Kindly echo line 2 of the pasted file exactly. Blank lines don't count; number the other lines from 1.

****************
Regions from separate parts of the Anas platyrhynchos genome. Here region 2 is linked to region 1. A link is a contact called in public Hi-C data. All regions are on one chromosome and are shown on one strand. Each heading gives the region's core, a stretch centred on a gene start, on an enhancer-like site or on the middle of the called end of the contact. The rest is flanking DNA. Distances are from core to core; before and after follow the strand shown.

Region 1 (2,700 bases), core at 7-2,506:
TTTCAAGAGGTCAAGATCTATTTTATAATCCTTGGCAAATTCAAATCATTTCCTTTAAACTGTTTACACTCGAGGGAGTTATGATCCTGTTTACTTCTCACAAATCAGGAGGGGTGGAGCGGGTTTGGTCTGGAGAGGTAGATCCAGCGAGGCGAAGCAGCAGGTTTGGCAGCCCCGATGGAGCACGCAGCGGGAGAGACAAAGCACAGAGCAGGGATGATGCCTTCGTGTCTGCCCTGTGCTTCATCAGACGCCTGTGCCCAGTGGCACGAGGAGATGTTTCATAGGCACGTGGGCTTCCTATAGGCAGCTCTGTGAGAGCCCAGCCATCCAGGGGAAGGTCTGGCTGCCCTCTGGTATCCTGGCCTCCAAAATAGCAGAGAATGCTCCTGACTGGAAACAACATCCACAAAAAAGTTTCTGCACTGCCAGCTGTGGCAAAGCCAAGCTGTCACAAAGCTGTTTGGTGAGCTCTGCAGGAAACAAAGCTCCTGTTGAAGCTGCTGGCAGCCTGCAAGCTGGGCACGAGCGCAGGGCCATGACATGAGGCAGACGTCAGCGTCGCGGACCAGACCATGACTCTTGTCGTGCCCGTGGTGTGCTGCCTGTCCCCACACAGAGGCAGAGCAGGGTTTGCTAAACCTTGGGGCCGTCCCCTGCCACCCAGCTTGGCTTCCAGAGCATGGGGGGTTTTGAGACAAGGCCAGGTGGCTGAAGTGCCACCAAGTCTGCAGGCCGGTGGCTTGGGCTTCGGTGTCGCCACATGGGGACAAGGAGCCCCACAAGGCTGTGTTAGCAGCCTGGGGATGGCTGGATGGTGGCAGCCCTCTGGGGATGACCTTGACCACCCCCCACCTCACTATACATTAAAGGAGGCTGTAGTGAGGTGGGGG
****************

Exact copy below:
Region 1 (2,700 bases), core at 7-2,506: